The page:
15/10/2008 - 22:00

It should cost to cut and run

15/10/2008 - 22:00

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IN response to State Scene's column of October 2, 'Bailing out for a soft landing', a reader has suggested something should be done to stop the ongoing practice of politicians vacating their seats after general elections.

It should cost to cut and run

IN response to State Scene's column of October 2, 'Bailing out for a soft landing', a reader has suggested something should be done to stop the ongoing practice of politicians vacating their seats after general elections.

One of his objections to this selfish practice is the cost of unnecessary by-elections politicians so often cause by bailing-out from their seats straight after general elections.

The most recent cases of such behaviour federally came with the announcement by three former Howard government ministers soon after November's poll that they wished to embark on newfound careers.

Strangely, those careers didn't seem to be on their horizon just before November's poll, which they hoped the coalition would win so they'd continue as ministers.

And it seems these three culprits - Alexander Downer, Peter McGauran and one-time Nationals leader, Mark Vaile - may be followed by former treasurer turned author, Peter Costello.

In Western Australia, early cutting and running has been commonplace for decades.

The last premier to complete his parliamentary term was Labor's John Tonkin, who lost the 1974 election but remained in parliament until the following election.

No fewer than 10 state MPs resigned prematurely between 1983 and 1986, with a further six between 1986 and 1993, though two in the latter period left for health reasons.

Also noteworthy is that, although Colin Barnett led the Liberals into last month's election, he wouldn't assure reporters at his inaugural leadership press conference that he'd remain Cottesloe's member if Labor retained power.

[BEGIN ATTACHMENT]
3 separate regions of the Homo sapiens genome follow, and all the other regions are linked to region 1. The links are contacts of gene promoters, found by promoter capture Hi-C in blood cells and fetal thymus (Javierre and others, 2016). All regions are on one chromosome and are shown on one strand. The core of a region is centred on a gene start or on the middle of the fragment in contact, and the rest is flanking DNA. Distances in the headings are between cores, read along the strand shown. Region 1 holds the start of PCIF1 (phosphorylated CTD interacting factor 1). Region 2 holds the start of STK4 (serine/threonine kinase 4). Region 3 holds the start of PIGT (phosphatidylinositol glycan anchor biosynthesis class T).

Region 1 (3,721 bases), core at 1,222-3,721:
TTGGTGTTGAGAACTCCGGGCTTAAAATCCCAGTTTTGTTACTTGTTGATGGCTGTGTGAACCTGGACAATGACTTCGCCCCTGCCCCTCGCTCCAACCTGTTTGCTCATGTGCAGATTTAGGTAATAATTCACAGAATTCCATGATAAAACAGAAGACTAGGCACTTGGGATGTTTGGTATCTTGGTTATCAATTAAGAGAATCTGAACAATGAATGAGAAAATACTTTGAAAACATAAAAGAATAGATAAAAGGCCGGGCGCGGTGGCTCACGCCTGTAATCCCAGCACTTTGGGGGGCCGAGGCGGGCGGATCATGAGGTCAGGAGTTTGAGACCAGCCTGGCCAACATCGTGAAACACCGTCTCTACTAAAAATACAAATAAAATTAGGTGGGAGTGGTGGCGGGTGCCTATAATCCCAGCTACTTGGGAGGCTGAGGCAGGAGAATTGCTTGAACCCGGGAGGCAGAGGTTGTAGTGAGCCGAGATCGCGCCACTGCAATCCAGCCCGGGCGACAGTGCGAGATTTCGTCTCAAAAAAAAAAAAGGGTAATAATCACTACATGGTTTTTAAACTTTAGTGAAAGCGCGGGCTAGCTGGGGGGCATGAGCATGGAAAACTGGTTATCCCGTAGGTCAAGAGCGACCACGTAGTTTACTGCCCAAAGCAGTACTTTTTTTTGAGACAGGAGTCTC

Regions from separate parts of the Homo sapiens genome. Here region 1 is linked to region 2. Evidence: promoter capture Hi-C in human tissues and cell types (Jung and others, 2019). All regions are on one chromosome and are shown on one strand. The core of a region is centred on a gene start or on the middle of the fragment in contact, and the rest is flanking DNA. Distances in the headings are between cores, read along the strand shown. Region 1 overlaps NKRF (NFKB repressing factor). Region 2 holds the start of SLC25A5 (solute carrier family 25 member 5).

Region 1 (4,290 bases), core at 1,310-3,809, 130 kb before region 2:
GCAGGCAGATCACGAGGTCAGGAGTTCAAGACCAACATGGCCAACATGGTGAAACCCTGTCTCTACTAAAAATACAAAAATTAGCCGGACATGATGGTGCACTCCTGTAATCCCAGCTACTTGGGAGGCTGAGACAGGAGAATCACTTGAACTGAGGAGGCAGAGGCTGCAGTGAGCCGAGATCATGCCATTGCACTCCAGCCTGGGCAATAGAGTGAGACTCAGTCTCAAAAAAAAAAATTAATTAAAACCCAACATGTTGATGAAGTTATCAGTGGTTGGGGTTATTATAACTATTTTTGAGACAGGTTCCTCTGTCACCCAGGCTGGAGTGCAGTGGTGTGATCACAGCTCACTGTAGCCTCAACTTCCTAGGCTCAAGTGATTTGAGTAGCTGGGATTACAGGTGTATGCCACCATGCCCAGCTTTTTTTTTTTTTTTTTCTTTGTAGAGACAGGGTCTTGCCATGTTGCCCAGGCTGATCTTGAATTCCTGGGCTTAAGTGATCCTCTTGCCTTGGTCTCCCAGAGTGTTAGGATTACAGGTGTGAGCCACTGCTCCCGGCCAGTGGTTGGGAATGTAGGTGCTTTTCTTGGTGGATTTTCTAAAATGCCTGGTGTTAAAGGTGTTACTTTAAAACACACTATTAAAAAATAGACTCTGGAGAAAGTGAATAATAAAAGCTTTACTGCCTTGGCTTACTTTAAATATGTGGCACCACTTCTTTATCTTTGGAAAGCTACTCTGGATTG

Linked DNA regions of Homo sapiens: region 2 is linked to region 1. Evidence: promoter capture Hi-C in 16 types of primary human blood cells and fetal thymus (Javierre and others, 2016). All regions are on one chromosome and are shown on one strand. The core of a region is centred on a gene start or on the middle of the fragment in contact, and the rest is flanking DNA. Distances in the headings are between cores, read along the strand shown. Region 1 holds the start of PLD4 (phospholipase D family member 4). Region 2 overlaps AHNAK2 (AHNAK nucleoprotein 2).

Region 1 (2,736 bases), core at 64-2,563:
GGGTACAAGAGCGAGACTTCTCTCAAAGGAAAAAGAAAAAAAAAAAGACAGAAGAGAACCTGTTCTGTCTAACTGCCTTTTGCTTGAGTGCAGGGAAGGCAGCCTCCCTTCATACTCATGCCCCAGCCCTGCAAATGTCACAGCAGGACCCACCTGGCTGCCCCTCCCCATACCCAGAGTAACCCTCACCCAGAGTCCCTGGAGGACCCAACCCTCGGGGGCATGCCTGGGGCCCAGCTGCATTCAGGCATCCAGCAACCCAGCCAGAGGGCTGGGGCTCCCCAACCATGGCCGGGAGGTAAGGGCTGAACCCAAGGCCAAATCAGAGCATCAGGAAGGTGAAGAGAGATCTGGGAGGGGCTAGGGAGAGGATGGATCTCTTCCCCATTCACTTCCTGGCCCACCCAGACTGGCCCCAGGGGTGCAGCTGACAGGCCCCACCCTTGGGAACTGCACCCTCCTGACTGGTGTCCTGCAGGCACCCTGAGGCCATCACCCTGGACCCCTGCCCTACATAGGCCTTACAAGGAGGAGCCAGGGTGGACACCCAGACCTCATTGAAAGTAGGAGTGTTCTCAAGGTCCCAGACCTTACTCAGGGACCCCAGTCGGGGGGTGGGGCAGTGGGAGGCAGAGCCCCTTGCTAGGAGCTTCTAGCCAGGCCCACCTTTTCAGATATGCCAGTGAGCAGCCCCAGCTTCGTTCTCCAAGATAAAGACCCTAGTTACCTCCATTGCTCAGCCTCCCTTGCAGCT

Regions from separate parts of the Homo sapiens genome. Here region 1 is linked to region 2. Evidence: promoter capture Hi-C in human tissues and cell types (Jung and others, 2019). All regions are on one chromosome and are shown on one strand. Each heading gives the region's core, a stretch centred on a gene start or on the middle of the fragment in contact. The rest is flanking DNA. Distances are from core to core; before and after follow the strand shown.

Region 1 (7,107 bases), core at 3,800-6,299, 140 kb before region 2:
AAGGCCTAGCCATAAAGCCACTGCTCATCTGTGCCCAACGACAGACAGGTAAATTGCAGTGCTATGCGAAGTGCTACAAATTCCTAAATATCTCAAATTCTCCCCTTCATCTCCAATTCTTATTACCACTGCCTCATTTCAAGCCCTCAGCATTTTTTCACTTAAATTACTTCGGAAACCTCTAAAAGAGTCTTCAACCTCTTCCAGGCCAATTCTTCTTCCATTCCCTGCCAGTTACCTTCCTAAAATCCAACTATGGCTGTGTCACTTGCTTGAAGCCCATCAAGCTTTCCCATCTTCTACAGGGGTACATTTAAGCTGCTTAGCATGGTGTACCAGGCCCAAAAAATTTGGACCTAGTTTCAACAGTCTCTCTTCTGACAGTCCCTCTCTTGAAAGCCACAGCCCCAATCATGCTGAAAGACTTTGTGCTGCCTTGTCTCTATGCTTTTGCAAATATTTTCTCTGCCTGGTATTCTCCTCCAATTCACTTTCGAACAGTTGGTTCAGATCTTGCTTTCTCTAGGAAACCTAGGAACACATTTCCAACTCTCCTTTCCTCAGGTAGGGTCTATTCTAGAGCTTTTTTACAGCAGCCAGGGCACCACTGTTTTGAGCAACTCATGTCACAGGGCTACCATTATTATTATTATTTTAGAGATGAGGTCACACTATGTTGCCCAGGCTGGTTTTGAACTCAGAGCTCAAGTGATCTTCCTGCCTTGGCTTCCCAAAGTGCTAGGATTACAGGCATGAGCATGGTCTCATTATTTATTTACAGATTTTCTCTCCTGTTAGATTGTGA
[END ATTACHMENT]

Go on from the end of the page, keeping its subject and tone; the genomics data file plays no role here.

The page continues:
If WA Nationals leader Brendon Grylls had teamed-up with Labor rather than forming a Lib-Nat partnership, Mr Barnett may have already sparked a Cottesloe by-election.

To reporters he seemed to be saying it was either the premiership or a bailout at the (then) upcoming poll, so the previously endorsed Cottesloe candidate, Deidre Willmot, would be able to start her political career.

By-elections aren't cheap, so MPs shouldn't treat them as convenient playthings.

Although State Scene cannot offer an audited cost per by-election, a price tag of $100,000 is likely.

Currently, political parties bag $1.57 per vote won by their candidates.

With an average electorate having around 22,500 voters, that's about $35,000 straight off the top before administration and other costs begin piling up.

Now, it must be stressed, no-one wants to see gravely ill MPs siting out terms. Quite the contrary; those too ill to fulfil their duties should stand down immediately.

What's objectionable, however, is politicians who contest general elections and then, when they're on the losing side, refuse to complete their terms without good reason, especially if another career suddenly beckons.

The question therefore arises - is there a simple remedy to this problem?

Clearly, the best way to ensure taxpayers don't bear the cost of unnecessary by-elections is by sheeting home responsibility where it belongs.

For this to occur, legislation is needed to empower the WA Electoral Commission to directly charge political parties whose members bring on such by-elections.

Under such an arrangement, say, if Mr Grylls hadn't agreed to the Barnett-led Liberal-Nationals partnership and Mr Barnett subsequently resigned so Ms Willmot could make a bid to enter Parliament, the WAEC would have billed the Liberal Party for the full cost of the Cottesloe by-election.

It's that simple. Under such arrangements, all parties would have a strong incentive to insist that candidates they endorse agree not to resign after general elections.